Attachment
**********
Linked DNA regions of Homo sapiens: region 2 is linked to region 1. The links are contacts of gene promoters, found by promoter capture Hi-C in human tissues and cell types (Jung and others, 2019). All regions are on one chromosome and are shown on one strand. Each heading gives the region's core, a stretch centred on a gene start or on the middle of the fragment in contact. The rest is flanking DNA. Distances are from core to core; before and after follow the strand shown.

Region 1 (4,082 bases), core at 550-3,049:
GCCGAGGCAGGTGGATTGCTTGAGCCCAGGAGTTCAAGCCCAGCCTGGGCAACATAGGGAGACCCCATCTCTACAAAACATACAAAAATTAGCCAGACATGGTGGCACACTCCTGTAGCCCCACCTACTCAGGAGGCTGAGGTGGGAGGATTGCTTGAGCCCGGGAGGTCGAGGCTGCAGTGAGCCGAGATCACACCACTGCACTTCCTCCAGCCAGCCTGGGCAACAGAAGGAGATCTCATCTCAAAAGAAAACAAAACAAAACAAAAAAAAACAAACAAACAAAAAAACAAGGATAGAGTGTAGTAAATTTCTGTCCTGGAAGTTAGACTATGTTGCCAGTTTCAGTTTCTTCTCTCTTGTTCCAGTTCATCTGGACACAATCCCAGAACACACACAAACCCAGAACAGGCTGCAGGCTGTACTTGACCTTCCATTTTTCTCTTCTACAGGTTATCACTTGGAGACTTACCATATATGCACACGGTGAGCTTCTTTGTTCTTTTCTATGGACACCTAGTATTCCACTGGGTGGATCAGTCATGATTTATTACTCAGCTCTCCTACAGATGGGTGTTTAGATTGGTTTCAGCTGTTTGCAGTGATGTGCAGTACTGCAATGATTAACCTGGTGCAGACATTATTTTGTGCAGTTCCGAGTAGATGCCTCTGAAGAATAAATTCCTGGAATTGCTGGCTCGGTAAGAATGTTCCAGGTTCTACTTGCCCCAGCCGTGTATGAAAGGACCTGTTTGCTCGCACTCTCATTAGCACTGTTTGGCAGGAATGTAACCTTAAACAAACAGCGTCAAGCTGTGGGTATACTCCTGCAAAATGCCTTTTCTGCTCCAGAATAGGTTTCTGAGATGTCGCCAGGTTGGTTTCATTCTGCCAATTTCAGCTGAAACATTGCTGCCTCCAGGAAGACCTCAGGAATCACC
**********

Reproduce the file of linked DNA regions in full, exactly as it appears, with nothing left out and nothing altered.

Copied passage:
Linked DNA regions of Homo sapiens: region 2 is linked to region 1. The links are contacts of gene promoters, found by promoter capture Hi-C in human tissues and cell types (Jung and others, 2019). All regions are on one chromosome and are shown on one strand. Each heading gives the region's core, a stretch centred on a gene start or on the middle of the fragment in contact. The rest is flanking DNA. Distances are from core to core; before and after follow the strand shown.

Region 1 (4,082 bases), core at 550-3,049:
GCCGAGGCAGGTGGATTGCTTGAGCCCAGGAGTTCAAGCCCAGCCTGGGCAACATAGGGAGACCCCATCTCTACAAAACATACAAAAATTAGCCAGACATGGTGGCACACTCCTGTAGCCCCACCTACTCAGGAGGCTGAGGTGGGAGGATTGCTTGAGCCCGGGAGGTCGAGGCTGCAGTGAGCCGAGATCACACCACTGCACTTCCTCCAGCCAGCCTGGGCAACAGAAGGAGATCTCATCTCAAAAGAAAACAAAACAAAACAAAAAAAAACAAACAAACAAAAAAACAAGGATAGAGTGTAGTAAATTTCTGTCCTGGAAGTTAGACTATGTTGCCAGTTTCAGTTTCTTCTCTCTTGTTCCAGTTCATCTGGACACAATCCCAGAACACACACAAACCCAGAACAGGCTGCAGGCTGTACTTGACCTTCCATTTTTCTCTTCTACAGGTTATCACTTGGAGACTTACCATATATGCACACGGTGAGCTTCTTTGTTCTTTTCTATGGACACCTAGTATTCCACTGGGTGGATCAGTCATGATTTATTACTCAGCTCTCCTACAGATGGGTGTTTAGATTGGTTTCAGCTGTTTGCAGTGATGTGCAGTACTGCAATGATTAACCTGGTGCAGACATTATTTTGTGCAGTTCCGAGTAGATGCCTCTGAAGAATAAATTCCTGGAATTGCTGGCTCGGTAAGAATGTTCCAGGTTCTACTTGCCCCAGCCGTGTATGAAAGGACCTGTTTGCTCGCACTCTCATTAGCACTGTTTGGCAGGAATGTAACCTTAAACAAACAGCGTCAAGCTGTGGGTATACTCCTGCAAAATGCCTTTTCTGCTCCAGAATAGGTTTCTGAGATGTCGCCAGGTTGGTTTCATTCTGCCAATTTCAGCTGAAACATTGCTGCCTCCAGGAAGACCTCAGGAATCACC